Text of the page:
In years gone by, the culture of Scotland’s dance halls (and in my generation, the discos) involved a time-honoured exchange between a young lad who wanted to dance with a particular young lady. It went something like this:
Him: Are ye dancin’?
Her: Are ye askin’?
Him: I’m askin’!
Her: I’m dancin’!
This was a successful outcome, however, if the young lady in question did not want to dance the initial (blunt) response would be along the lines of Naw, it’s just the way I’m standin’. Ouch!
What does this have to do with TestBash or Testing? Read on….
There’s definitely something to be said for the almost overwhelming feeling of elation coming away from something as inspiring as TestBash. A newly found or renewed sense of irrepressible enthusiasm that provides you with the impetus to own your testing role more than you ever did before. Whatever the catalysts may be for your own personal collection of ‘OMG moments’ – be it the workshops, the speakers, the material, the community, the kick-ass Lego robots, the Desmond Tutu inspired dress-sense, or even simply the alcohol – be sure to embrace this mind-set and carry it with you back into your place of work.
In terms of your place of work and particularly from a software testing perspective, it’s probably fair to say that it can be categorised in one of three distinct ways:
- It’s progressive and forward thinking
- It’s stagnant and in dire need of change
- It’s a bit of both
For those you that work in environments with outmoded attitudes that marginalise software test to some degree, consciously or unconsciously, it’s easy to quickly lose your position on that wave of euphoria you’ve been surfing on for the duration of the post-TestBash weekend, as your work place reality delivers a cold, hard slap in the face with a big wet fish.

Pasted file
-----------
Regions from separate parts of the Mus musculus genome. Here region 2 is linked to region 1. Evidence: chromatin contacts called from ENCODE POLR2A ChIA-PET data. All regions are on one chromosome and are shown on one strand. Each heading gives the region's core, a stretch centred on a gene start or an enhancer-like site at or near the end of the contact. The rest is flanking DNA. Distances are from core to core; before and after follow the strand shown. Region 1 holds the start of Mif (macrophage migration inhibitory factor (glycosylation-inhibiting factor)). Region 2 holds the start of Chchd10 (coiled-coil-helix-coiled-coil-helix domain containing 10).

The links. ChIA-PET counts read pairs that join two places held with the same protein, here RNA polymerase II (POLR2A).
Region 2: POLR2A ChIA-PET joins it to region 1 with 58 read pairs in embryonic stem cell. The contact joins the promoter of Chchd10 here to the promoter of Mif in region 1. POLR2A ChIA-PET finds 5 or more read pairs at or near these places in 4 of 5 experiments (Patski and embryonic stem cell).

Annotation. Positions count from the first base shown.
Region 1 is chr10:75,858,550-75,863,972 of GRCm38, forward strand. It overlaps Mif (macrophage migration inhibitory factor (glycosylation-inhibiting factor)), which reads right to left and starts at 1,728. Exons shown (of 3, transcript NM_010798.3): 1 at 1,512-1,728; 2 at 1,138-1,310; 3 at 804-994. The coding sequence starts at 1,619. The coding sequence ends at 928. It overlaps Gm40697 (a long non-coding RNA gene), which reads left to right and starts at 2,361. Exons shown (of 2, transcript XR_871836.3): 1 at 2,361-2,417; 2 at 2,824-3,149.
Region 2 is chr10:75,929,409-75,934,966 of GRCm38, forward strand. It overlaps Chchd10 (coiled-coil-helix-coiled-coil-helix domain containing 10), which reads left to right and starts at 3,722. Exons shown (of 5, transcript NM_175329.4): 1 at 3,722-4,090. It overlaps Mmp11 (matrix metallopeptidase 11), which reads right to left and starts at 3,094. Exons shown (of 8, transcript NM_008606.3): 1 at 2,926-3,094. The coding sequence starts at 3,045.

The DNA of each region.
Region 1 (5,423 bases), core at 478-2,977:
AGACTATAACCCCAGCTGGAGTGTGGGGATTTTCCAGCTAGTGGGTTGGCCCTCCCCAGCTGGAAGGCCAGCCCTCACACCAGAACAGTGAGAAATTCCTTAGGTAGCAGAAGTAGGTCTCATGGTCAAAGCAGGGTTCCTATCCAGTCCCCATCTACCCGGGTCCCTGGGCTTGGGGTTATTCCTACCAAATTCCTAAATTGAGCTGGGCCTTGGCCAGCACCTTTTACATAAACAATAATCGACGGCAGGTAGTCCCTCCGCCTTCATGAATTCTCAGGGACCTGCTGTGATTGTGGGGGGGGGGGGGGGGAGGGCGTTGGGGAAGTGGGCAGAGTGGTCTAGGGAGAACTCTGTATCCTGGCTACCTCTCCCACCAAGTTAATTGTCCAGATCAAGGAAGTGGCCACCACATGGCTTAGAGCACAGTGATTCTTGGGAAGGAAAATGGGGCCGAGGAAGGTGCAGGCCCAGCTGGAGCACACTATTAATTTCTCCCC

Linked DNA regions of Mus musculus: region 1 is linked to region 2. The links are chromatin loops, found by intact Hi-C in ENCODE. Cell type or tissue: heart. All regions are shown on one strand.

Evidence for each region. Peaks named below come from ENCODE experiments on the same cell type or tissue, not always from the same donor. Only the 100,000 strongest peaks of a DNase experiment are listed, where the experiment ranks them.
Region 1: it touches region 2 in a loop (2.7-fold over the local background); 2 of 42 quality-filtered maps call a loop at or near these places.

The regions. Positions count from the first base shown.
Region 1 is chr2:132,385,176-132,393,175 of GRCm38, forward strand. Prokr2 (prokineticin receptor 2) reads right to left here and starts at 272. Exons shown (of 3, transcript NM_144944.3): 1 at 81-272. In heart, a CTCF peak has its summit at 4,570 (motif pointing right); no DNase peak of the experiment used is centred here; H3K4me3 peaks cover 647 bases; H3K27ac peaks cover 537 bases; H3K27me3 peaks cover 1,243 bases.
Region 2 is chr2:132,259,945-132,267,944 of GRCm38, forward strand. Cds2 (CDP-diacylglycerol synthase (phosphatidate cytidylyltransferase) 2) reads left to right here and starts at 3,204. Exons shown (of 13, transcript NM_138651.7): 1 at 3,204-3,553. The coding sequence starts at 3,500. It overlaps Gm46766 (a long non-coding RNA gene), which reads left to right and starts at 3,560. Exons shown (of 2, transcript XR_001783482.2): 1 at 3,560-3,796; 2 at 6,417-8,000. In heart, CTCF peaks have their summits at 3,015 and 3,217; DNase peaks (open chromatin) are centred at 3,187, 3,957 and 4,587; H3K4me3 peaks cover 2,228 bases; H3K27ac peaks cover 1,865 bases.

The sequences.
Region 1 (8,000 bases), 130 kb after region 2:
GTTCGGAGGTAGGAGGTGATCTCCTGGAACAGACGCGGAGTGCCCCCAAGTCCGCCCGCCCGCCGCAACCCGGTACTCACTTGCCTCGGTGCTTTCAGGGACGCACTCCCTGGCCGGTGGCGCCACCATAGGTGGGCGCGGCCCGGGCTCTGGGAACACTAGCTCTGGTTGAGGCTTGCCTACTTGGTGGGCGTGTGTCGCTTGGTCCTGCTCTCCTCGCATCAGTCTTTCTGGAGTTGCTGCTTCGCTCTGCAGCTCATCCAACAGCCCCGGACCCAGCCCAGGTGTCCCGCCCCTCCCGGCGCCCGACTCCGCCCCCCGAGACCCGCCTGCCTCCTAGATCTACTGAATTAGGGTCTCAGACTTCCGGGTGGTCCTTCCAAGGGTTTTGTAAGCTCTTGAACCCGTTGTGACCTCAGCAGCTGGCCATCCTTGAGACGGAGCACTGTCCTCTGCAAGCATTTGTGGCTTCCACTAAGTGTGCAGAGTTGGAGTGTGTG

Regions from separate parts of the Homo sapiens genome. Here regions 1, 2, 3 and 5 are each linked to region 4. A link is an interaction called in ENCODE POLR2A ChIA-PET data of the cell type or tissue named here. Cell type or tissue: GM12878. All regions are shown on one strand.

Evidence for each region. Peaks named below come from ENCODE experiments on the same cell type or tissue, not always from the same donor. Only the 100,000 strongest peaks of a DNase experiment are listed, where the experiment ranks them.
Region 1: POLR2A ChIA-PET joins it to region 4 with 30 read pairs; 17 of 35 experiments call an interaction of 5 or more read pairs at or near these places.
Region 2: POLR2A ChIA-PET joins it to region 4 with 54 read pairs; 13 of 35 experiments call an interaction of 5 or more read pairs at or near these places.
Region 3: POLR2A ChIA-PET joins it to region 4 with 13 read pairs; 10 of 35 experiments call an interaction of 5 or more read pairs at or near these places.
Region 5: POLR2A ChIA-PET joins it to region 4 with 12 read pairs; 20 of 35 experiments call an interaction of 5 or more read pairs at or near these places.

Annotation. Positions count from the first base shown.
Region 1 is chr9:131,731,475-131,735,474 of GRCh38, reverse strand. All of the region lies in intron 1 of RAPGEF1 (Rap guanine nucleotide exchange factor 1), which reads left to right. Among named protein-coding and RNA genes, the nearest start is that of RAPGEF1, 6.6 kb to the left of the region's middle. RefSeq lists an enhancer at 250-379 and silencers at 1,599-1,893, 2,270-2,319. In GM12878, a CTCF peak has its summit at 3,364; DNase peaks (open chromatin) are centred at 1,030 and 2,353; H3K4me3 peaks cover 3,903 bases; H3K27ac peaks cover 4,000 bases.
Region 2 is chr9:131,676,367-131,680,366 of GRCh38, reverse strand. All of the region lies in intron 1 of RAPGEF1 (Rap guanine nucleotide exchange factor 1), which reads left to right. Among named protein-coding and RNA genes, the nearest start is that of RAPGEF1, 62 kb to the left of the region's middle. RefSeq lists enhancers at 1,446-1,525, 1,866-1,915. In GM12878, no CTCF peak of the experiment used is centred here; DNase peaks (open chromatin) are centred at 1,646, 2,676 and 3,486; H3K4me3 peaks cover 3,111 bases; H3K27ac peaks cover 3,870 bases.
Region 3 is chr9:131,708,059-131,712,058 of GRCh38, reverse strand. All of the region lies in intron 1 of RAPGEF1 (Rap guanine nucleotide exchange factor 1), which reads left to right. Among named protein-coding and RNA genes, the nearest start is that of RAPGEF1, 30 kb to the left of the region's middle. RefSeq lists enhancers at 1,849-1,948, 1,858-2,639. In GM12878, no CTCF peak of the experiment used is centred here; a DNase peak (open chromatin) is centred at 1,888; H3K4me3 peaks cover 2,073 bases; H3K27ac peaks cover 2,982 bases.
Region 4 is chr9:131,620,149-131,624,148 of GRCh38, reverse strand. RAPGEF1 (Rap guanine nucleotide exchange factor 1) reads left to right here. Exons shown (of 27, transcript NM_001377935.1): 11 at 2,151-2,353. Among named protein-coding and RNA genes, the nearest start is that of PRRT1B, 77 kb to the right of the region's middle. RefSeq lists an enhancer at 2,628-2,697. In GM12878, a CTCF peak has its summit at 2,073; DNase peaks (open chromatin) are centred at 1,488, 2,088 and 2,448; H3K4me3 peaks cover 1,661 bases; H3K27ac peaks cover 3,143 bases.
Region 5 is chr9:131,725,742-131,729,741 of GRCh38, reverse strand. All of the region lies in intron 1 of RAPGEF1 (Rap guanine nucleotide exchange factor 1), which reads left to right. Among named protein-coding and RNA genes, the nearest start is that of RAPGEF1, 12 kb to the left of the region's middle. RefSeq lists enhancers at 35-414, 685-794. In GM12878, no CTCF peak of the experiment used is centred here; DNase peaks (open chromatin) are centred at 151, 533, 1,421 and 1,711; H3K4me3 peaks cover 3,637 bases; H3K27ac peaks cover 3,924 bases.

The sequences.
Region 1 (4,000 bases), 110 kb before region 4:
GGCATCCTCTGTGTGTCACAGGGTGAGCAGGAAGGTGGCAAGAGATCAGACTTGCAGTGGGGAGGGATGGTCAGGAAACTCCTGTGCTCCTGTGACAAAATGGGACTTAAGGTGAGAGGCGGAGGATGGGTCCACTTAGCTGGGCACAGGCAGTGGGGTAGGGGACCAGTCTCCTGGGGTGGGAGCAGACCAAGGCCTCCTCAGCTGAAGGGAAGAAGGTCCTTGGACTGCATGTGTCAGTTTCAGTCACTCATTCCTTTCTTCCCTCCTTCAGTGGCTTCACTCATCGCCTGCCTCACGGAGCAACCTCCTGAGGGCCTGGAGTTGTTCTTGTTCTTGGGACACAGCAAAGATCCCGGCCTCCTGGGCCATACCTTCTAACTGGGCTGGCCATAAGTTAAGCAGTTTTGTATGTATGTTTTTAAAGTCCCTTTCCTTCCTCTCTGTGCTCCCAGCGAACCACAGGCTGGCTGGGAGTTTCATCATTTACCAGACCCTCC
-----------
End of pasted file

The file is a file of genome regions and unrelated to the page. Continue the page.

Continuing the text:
If that’s indicative of your situation to some extent, then here’s what you can do to get back on that surfboard and ride that euphoric wave again – watch this video:
Now, you’ve watched it (You have watched it, haven’t you?) – don’t be alarmed – I’m not asking you to start drinking and dancing in the workplace stand-up areas (one could argue, however, doing so could dramatically enrich some agile stand-up meeting experiences)
This video, referred to using a multitude of names such as ‘The Dancing Guy’, ‘The Lone Nutter’, and ‘Crazy Dancing Dude’ has been around for some time and was first used in a TED Talk back in 2010 about how to start a movement, but has since been used in a number of business themed talks regarding leadership, etc.
What I’m suggesting you take from this video (and indeed, blog post) is the commitment to act on the inspiration you took from TestBash, and use it to be an agent of change in your workplace.
Be the dancing guy, the lone nutter, the crazy dancing dude on the hill.
Educate the nay-sayers, give insightful presentations, write blog posts, start discussion forums, utilise social media on your company intranet (if you have such a thing), ambush stand-up meetings, illustrate how testing is not the same as checking, warn about the folly of counting test cases, start internal testing workshops, set tricky testing problems, encourage collaborative debrief to exchange ideas so you can learn from each other, invite developers, engage with them, ask them to explain their unit testing strategy, talk about TDD, consider continuous integration, bridge the gap to your non-technical stakeholders by suggesting BDD as a means of bringing them into the fold, explore options, ask questions, ask LOTS of questions, solicit the opinion of the people who matter, make a difference, have an impact.
Be the dancing guy, the lone nutter, the crazy dancing dude on the hill. You may be on your own to begin with, people may be reluctant to join you at first and simply observe from afar, some may even laugh at you. But slowly and surely, people will begin to come around. Change is difficult and slow for most people, but you’ll eventually reach a point where you’ll achieve critical mass, and suddenly you won’t be the odd ones out any more. All this, fuelled by that post-TestBash euphoria. Get out there and dance!
So, Are ye dancin’?